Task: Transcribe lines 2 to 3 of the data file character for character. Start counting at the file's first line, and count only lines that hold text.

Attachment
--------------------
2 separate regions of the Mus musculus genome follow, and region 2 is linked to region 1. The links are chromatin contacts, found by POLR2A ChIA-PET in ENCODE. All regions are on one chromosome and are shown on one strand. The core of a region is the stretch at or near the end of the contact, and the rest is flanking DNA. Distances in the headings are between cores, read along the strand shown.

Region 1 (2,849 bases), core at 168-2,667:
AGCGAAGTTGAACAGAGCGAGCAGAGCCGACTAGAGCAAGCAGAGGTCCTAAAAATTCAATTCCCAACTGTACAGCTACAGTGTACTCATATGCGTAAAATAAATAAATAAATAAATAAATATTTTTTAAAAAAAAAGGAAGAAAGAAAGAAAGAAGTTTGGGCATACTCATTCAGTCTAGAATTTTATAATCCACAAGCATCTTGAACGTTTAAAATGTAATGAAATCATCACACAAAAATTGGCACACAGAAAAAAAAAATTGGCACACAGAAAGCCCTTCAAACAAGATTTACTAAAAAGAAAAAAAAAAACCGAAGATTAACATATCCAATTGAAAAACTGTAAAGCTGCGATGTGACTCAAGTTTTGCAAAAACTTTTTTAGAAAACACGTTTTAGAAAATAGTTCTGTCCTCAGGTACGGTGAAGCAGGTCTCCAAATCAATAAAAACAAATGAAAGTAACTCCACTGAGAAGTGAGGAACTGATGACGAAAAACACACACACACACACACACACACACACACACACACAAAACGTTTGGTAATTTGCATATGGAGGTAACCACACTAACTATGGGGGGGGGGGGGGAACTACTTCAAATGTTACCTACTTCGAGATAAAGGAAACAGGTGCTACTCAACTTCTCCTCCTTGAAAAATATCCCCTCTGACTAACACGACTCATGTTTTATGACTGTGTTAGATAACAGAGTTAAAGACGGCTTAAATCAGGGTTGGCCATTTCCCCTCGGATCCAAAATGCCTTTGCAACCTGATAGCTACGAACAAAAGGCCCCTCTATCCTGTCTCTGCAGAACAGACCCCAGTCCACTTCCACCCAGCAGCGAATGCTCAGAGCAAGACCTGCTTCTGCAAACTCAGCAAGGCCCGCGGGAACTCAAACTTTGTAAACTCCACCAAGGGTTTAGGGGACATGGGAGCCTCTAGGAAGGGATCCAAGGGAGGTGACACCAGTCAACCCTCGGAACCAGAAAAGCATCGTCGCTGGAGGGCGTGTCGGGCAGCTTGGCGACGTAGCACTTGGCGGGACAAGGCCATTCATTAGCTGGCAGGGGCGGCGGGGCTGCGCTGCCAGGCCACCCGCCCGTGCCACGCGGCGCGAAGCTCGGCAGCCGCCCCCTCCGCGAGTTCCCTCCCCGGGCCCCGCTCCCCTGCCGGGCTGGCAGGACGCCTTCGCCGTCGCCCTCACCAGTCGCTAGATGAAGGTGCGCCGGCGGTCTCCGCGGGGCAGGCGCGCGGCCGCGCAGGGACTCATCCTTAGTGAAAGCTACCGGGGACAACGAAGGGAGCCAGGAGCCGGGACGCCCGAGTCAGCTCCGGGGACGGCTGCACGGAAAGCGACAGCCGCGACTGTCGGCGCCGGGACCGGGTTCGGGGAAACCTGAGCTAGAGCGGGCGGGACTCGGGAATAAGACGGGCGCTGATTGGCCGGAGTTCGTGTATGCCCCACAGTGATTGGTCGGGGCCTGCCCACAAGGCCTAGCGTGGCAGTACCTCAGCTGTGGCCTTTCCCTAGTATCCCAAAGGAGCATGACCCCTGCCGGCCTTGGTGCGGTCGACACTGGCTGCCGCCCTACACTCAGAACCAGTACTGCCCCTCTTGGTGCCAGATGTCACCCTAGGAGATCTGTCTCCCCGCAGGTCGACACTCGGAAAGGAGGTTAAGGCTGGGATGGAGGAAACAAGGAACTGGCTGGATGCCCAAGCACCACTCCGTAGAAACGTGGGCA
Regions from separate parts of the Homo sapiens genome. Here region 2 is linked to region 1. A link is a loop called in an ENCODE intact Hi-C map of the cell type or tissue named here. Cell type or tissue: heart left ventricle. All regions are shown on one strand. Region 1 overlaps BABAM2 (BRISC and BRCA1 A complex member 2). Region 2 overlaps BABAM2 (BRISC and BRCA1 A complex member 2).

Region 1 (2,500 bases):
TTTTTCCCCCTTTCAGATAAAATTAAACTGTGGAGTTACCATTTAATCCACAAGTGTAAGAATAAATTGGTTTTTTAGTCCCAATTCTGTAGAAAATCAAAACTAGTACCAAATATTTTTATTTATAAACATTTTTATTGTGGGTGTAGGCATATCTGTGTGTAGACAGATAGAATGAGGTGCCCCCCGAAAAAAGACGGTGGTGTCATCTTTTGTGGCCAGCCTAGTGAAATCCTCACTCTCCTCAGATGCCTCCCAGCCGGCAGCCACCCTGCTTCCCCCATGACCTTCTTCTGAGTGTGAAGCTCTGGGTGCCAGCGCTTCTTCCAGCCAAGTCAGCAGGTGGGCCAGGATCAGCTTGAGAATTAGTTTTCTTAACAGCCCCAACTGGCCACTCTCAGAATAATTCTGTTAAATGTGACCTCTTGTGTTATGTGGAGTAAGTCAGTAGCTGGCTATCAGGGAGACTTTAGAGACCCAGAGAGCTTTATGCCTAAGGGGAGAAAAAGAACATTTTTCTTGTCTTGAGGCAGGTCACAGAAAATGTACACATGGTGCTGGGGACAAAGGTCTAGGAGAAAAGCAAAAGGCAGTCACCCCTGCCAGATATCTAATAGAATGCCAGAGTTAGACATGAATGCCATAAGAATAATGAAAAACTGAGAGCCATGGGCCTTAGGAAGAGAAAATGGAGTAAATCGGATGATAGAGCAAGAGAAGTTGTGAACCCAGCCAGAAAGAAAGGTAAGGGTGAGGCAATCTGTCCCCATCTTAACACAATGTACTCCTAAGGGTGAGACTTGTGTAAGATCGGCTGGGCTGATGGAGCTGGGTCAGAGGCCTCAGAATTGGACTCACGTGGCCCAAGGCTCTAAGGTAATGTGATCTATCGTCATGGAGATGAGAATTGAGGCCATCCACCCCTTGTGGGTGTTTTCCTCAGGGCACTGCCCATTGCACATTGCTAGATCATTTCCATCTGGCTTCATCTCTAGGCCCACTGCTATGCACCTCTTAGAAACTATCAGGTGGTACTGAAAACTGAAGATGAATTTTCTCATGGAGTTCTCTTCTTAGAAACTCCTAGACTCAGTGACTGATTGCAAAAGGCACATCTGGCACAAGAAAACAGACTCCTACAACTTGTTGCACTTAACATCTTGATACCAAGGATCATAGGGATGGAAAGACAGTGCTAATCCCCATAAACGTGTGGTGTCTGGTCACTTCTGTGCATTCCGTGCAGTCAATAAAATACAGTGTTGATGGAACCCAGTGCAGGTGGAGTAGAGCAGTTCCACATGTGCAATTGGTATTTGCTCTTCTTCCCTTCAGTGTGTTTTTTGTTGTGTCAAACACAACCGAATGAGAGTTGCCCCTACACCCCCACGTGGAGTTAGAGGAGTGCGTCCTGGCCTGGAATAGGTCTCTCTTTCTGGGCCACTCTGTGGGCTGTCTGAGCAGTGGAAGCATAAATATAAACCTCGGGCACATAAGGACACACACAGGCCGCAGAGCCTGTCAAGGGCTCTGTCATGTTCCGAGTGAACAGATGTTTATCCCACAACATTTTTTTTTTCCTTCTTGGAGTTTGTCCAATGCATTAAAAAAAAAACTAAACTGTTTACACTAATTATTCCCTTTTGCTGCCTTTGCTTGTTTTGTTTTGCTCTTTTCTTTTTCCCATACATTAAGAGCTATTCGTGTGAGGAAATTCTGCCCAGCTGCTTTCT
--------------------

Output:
Region 1 (2,849 bases), core at 168-2,667:
AGCGAAGTTGAACAGAGCGAGCAGAGCCGACTAGAGCAAGCAGAGGTCCTAAAAATTCAATTCCCAACTGTACAGCTACAGTGTACTCATATGCGTAAAATAAATAAATAAATAAATAAATATTTTTTAAAAAAAAAGGAAGAAAGAAAGAAAGAAGTTTGGGCATACTCATTCAGTCTAGAATTTTATAATCCACAAGCATCTTGAACGTTTAAAATGTAATGAAATCATCACACAAAAATTGGCACACAGAAAAAAAAAATTGGCACACAGAAAGCCCTTCAAACAAGATTTACTAAAAAGAAAAAAAAAAACCGAAGATTAACATATCCAATTGAAAAACTGTAAAGCTGCGATGTGACTCAAGTTTTGCAAAAACTTTTTTAGAAAACACGTTTTAGAAAATAGTTCTGTCCTCAGGTACGGTGAAGCAGGTCTCCAAATCAATAAAAACAAATGAAAGTAACTCCACTGAGAAGTGAGGAACTGATGACGAAAAACACACACACACACACACACACACACACACACACACAAAACGTTTGGTAATTTGCATATGGAGGTAACCACACTAACTATGGGGGGGGGGGGGGAACTACTTCAAATGTTACCTACTTCGAGATAAAGGAAACAGGTGCTACTCAACTTCTCCTCCTTGAAAAATATCCCCTCTGACTAACACGACTCATGTTTTATGACTGTGTTAGATAACAGAGTTAAAGACGGCTTAAATCAGGGTTGGCCATTTCCCCTCGGATCCAAAATGCCTTTGCAACCTGATAGCTACGAACAAAAGGCCCCTCTATCCTGTCTCTGCAGAACAGACCCCAGTCCACTTCCACCCAGCAGCGAATGCTCAGAGCAAGACCTGCTTCTGCAAACTCAGCAAGGCCCGCGGGAACTCAAACTTTGTAAACTCCACCAAGGGTTTAGGGGACATGGGAGCCTCTAGGAAGGGATCCAAGGGAGGTGACACCAGTCAACCCTCGGAACCAGAAAAGCATCGTCGCTGGAGGGCGTGTCGGGCAGCTTGGCGACGTAGCACTTGGCGGGACAAGGCCATTCATTAGCTGGCAGGGGCGGCGGGGCTGCGCTGCCAGGCCACCCGCCCGTGCCACGCGGCGCGAAGCTCGGCAGCCGCCCCCTCCGCGAGTTCCCTCCCCGGGCCCCGCTCCCCTGCCGGGCTGGCAGGACGCCTTCGCCGTCGCCCTCACCAGTCGCTAGATGAAGGTGCGCCGGCGGTCTCCGCGGGGCAGGCGCGCGGCCGCGCAGGGACTCATCCTTAGTGAAAGCTACCGGGGACAACGAAGGGAGCCAGGAGCCGGGACGCCCGAGTCAGCTCCGGGGACGGCTGCACGGAAAGCGACAGCCGCGACTGTCGGCGCCGGGACCGGGTTCGGGGAAACCTGAGCTAGAGCGGGCGGGACTCGGGAATAAGACGGGCGCTGATTGGCCGGAGTTCGTGTATGCCCCACAGTGATTGGTCGGGGCCTGCCCACAAGGCCTAGCGTGGCAGTACCTCAGCTGTGGCCTTTCCCTAGTATCCCAAAGGAGCATGACCCCTGCCGGCCTTGGTGCGGTCGACACTGGCTGCCGCCCTACACTCAGAACCAGTACTGCCCCTCTTGGTGCCAGATGTCACCCTAGGAGATCTGTCTCCCCGCAGGTCGACACTCGGAAAGGAGGTTAAGGCTGGGATGGAGGAAACAAGGAACTGGCTGGATGCCCAAGCACCACTCCGTAGAAACGTGGGCA